Breastfeeding is tricky for many reasons. One of them being that you truly have no idea how much milk your baby is getting. When feeding with a bottle, there is a clearly marked indicator of exactly how many ounces of milk were in there to begin with and whether or not the bottle gets completely emptied or has a bit remaining afterward. When breastfeeding, however, there is a whole lot more guesswork involved. So, whether breastfed or bottle-fed, how do you know if your baby is eating as much as they’re supposed to?
What are signs to look for that my baby is eating enough?
You should expect to see 4-6 wet diapers in a 24-hour period. If you’re truly worried, it’s not a horrible idea to keep a tally somewhere.
Regular bowel movements for infants is considered anywhere from once a day to once a week, sometimes even up to ten days! Because of this wide range, it is recommended to rely more on the urine output numbers than the counting of bowel movements.
Baby’s weight dips slightly within a few days of birth. This is normal – losing about 7-10% of their weight in this short amount of time – because babies are born with excess fluids in them that they are able to get rid of soon after. The large indicator of a baby’s healthy weight gain is their two-week weight. By two weeks, pediatricians expect the baby’s weight to be back up to – or exceed - the original birth weight. If this has not been achieved, it is the biggest indicator that baby is likely not getting enough to eat.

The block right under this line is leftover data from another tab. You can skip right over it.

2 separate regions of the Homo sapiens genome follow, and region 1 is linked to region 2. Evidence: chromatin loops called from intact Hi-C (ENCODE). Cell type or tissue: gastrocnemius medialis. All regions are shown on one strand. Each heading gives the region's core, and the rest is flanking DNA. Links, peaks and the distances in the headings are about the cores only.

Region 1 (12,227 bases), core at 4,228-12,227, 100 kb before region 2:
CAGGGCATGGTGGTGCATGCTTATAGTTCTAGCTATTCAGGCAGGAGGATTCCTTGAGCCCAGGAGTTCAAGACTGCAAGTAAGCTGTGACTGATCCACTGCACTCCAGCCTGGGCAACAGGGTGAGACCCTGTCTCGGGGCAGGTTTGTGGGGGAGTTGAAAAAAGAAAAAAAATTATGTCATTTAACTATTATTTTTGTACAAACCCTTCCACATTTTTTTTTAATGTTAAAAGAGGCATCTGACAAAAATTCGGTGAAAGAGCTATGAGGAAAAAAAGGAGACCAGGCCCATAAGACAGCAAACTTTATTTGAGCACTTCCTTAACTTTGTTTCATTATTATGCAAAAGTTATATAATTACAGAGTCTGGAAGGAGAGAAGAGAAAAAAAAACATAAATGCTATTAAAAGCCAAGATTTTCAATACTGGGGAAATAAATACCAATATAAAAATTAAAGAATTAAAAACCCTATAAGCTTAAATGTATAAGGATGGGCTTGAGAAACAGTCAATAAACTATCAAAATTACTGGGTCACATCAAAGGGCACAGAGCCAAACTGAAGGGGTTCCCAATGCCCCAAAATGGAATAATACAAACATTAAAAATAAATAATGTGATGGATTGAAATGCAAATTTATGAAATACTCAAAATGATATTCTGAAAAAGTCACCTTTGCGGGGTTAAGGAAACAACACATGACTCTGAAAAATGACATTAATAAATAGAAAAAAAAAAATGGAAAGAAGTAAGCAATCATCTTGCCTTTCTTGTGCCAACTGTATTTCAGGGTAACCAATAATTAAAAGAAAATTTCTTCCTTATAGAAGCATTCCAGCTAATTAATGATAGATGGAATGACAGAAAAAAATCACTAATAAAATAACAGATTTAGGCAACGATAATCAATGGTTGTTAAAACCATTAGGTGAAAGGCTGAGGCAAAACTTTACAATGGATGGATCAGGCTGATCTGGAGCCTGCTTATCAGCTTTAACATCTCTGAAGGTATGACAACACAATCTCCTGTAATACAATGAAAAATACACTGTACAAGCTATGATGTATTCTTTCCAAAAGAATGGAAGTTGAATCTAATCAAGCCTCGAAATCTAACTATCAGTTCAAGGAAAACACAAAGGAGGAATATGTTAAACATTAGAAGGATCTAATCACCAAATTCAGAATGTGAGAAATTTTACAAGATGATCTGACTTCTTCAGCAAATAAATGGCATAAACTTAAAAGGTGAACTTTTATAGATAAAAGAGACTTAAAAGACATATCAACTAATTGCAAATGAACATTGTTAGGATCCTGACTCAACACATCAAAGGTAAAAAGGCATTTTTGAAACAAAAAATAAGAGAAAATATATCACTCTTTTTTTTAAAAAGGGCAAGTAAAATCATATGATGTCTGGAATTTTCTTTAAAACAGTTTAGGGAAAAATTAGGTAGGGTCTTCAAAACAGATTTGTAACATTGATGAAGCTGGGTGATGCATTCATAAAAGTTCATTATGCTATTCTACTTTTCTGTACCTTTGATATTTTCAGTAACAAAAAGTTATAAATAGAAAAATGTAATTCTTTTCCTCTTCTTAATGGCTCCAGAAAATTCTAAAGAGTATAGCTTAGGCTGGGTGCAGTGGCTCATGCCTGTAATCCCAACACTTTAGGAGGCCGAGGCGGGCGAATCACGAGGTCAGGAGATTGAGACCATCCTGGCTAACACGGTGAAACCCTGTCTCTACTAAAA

If baby sleeps well and is alert when awake, it is a good sign that he/she is eating enough.
If your baby is relaxed and content after a feeding, chances are, they just ate enough to fill them up and make them feel satisfied.
Between feedings, breasts firm up as they get ready for another meal. If your breasts feel softer and looser after a feeding, they likely were sufficiently emptied. Along with this breast analysis is the recognition of a good latch. There shouldn’t be pain during the entire feeding, a little bit in the first few seconds, probably, but not much longer than that. If pain is still felt after letdown, there’s a chance your baby isn’t latched on properly which could result in them not eating enough.
What are signs to look for that my baby is not eating enough?
- Not producing enough wet or dirty diapers
- Not gaining weight at the right pace
- Seems hungry often
- Excessive fussiness or crying
- Does not seem satisfied after feedings
What can be done to help my baby eat more?
- Weight checks
- A visit or two with a lactation consultant
- Pumping (to stimulate more milk production)
- Milk supply assistance (like oatmeal or Fenugreek)
- Feeding baby after a nap so they take a full feeding (rather than to sleep)
- Supplement with formula if exclusively breastfeeding